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Pharmacy and Medications

Cortisone injections and weight gain

09/01/2005

Question:

I endured several months of bi-weekly cortisone injections accompanied by oral cortisone treatment for a skin condition shortly after my mother died when i was 16. i have gained over 100 lbs over a 9 month period, could the injections have affected my metobalisim?

Answer:

Cortisone and hydrocortisone are hormones normally produced by the body in small amounts to suit daily needs. In addition, the body has the capacity to release large amounts of these hormones in response to stressful situations like injuries. Researchers have thoroughly investigated the activities of these hormones and have produced a number of medicines with similar, but usually more potent activities. These medicines are used to treat many conditions in which inflammation or excess activity of the immune system occur.

Corticosteroids decrease inflammation by inhibiting inflammatory mediators and reversing increased blood flow to the area of injury or inflammation. Corticosteroids are potent medicines and their actions can affect all areas of the body so the potential for causing adverse reactions is significant. Single doses, even extremely large single doses, are typically well tolerated. Most of the significant adverse reactions associated with the corticosteroids are associated with long term use. Some side effects reported with chronic use of corticosteroids include increased appetite, weight gain or loss. osteoporosis, high blood sugar, edema, arthralgia, insomnia, altered fat deposition, cataracts and increased susceptibility to infections.

After chronic use of corticosteroids, it is very important to taper the dose gradually rather than trying to stop therapy abruptly. Long term use of these medicines suppresses normal production of the body's own corticosteroids. If they are stopped abruptly, the body may not be able to produce enough of its own corticosteroids to meet its needs. Tapering the dose allows the body to begin secreting the correct amount of hormones again. However, when corticosteroids are used for a prolonged period, even with tapering the body may not be able to respond adequately to highly stressful events like injuries or surgery. If your physician wants you to discontinue cortisone therapy, he or she will design the correct tapering schedule.

Weight gain is a known adverse reaction seen with chronic corticosteroid use. Weight gain may occur as a result of both fluid retention and redistribution and accumulation of body fat. Sudden weight gain usually results from fluid retention, a result of the corticosteroid action on the kidneys. With long term use of steroids, a drug induced Cushing's syndrome characterized by a pad of fat between the shoulder blades, a round face and an increasingly large abdomen is common. These changes in the way body fat is distributed are commonly referred to as buffalo hump, moon face and central obesity.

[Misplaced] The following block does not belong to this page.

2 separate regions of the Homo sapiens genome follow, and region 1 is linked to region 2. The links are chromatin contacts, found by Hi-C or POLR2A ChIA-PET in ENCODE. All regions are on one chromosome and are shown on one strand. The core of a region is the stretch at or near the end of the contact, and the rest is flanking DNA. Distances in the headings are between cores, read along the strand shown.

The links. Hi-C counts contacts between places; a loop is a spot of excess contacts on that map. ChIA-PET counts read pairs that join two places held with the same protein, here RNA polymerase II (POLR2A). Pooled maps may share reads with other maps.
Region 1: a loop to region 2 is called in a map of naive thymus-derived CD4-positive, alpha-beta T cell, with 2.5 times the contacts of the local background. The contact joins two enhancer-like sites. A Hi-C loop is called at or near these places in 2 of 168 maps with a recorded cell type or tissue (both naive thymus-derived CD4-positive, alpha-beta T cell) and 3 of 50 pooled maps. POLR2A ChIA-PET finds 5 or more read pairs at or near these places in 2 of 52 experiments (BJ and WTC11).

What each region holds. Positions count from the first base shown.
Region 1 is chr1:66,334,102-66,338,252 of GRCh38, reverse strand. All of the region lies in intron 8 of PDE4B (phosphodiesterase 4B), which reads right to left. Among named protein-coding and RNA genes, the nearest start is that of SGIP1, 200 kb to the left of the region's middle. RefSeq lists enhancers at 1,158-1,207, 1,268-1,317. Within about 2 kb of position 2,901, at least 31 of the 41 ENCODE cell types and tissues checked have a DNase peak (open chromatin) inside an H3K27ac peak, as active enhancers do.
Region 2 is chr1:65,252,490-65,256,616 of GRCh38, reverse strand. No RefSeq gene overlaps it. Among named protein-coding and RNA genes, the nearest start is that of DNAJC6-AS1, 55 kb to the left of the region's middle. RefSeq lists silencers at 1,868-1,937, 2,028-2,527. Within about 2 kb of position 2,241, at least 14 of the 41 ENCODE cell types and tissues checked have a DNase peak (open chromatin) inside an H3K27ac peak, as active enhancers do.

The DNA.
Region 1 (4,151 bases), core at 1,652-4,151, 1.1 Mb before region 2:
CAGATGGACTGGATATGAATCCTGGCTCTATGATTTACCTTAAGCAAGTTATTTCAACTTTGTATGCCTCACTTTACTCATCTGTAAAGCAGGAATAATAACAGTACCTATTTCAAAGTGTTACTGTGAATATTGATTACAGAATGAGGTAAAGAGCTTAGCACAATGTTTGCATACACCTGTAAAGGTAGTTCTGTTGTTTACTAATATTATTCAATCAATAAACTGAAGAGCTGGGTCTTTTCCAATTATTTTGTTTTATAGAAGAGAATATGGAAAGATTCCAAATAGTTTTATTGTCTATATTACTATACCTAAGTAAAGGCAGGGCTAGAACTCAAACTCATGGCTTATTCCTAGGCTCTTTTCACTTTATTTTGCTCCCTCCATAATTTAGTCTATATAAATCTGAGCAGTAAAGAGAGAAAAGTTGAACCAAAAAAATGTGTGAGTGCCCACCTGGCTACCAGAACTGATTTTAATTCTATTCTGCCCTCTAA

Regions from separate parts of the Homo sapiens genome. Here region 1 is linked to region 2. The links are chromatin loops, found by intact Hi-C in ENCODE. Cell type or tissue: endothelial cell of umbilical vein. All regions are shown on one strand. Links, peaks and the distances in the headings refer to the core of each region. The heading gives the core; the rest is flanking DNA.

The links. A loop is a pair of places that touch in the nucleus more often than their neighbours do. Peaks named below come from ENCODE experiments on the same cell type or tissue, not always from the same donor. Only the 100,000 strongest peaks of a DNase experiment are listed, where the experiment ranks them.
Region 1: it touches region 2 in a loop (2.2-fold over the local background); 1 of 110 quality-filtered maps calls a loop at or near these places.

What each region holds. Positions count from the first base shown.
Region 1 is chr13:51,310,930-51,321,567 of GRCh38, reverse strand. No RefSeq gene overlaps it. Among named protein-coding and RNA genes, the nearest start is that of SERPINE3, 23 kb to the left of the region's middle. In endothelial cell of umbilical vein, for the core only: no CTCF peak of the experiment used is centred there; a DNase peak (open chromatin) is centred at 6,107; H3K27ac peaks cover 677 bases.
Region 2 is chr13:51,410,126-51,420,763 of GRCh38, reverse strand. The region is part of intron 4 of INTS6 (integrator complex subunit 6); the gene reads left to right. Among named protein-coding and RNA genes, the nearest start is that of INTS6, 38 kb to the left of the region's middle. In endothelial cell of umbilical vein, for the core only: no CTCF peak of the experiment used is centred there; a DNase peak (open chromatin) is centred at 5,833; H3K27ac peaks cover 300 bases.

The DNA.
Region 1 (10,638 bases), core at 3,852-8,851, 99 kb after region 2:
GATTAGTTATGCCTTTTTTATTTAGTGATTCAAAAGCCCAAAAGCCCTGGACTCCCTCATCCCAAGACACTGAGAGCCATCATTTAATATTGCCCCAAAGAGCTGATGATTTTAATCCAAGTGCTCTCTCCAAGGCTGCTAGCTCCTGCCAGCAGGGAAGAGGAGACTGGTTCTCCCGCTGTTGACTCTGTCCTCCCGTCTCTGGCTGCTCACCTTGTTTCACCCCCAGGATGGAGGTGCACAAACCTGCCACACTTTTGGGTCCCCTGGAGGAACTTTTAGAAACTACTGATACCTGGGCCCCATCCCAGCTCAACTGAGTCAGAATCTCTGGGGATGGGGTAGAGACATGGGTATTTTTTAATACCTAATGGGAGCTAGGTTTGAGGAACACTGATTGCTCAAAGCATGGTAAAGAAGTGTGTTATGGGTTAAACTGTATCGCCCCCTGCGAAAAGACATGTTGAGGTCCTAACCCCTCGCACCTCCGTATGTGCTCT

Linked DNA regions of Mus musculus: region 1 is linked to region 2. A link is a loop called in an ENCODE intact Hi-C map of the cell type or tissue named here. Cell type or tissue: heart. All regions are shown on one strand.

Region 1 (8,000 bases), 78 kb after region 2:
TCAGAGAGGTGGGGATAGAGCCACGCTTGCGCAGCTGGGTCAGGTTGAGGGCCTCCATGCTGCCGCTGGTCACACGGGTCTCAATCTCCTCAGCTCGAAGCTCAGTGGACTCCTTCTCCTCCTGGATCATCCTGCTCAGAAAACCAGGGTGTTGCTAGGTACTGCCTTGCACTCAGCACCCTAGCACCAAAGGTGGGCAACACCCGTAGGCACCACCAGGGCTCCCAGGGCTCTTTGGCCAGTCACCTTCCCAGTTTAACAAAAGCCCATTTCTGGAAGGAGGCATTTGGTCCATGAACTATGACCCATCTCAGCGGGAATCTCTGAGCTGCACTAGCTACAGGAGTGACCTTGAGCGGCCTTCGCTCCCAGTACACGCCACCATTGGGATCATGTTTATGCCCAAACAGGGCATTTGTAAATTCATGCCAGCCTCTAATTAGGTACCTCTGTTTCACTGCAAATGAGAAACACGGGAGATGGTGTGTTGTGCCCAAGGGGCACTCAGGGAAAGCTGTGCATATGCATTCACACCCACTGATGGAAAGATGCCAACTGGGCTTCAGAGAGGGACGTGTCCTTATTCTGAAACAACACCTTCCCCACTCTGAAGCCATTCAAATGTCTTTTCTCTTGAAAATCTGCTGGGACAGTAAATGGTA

While absolute weight gain during chronic corticosteroid use is dependent on a number of factors including the actual medicine being used, the disease being treated and a patient's baseline body weight, some generalizations may be made. For example, in a group of adult patients treated chronically with prednisone, a weight gain of between 2-13 kilograms (4.4 - 29 pounds) was noted over the course of a year. Other authors have reported corticosteroid-related weight gain in children taking prednisone over the course of 12 months. An average percent increase in body weight from their pretreatment weight ranged between 21-26%.

Gaining 100 pounds during 9 months of treatment with cortisone seems excessive. This sort of weight gain is likely to be unhealthy, and should be addressed as soon as possible.

Without further information about your prior condition, duration of cortisone usage, dosing schedule, etc. it is hard to pinpoint what caused the weight gain. Our recommendation is to see your physician for further evaluation and treatment.

This response was prepared in part by Jason Glasgow, a PharmD candidate at the University of Cincinnati.

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Response by:

Robert James Goetz, PharmD, DABAT
Assistant Professor of Pharmacy Practice
College of Medicine
University of Cincinnati